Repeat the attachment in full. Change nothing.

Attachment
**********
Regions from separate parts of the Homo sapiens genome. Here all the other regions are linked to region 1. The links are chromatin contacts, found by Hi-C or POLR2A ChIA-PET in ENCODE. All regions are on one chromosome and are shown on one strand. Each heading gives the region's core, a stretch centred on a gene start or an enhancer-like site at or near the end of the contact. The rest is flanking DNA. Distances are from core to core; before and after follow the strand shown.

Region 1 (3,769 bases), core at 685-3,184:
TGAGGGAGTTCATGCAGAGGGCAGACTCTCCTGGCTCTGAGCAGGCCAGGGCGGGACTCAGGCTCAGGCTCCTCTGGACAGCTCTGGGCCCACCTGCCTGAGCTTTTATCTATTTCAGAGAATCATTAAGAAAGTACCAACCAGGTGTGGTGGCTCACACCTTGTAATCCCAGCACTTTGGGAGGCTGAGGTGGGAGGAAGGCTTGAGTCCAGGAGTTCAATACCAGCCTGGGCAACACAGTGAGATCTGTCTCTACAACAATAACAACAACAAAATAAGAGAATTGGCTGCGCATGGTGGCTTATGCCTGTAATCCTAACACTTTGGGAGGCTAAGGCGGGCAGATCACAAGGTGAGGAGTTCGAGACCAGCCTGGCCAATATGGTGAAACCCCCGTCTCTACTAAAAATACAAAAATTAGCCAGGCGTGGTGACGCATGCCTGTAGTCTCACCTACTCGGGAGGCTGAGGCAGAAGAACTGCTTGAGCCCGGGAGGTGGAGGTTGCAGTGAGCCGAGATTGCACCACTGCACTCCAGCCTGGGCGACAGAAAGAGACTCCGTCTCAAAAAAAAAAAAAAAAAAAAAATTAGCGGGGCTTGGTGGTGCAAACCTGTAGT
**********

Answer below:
Regions from separate parts of the Homo sapiens genome. Here all the other regions are linked to region 1. The links are chromatin contacts, found by Hi-C or POLR2A ChIA-PET in ENCODE. All regions are on one chromosome and are shown on one strand. Each heading gives the region's core, a stretch centred on a gene start or an enhancer-like site at or near the end of the contact. The rest is flanking DNA. Distances are from core to core; before and after follow the strand shown.

Region 1 (3,769 bases), core at 685-3,184:
TGAGGGAGTTCATGCAGAGGGCAGACTCTCCTGGCTCTGAGCAGGCCAGGGCGGGACTCAGGCTCAGGCTCCTCTGGACAGCTCTGGGCCCACCTGCCTGAGCTTTTATCTATTTCAGAGAATCATTAAGAAAGTACCAACCAGGTGTGGTGGCTCACACCTTGTAATCCCAGCACTTTGGGAGGCTGAGGTGGGAGGAAGGCTTGAGTCCAGGAGTTCAATACCAGCCTGGGCAACACAGTGAGATCTGTCTCTACAACAATAACAACAACAAAATAAGAGAATTGGCTGCGCATGGTGGCTTATGCCTGTAATCCTAACACTTTGGGAGGCTAAGGCGGGCAGATCACAAGGTGAGGAGTTCGAGACCAGCCTGGCCAATATGGTGAAACCCCCGTCTCTACTAAAAATACAAAAATTAGCCAGGCGTGGTGACGCATGCCTGTAGTCTCACCTACTCGGGAGGCTGAGGCAGAAGAACTGCTTGAGCCCGGGAGGTGGAGGTTGCAGTGAGCCGAGATTGCACCACTGCACTCCAGCCTGGGCGACAGAAAGAGACTCCGTCTCAAAAAAAAAAAAAAAAAAAAAATTAGCGGGGCTTGGTGGTGCAAACCTGTAGT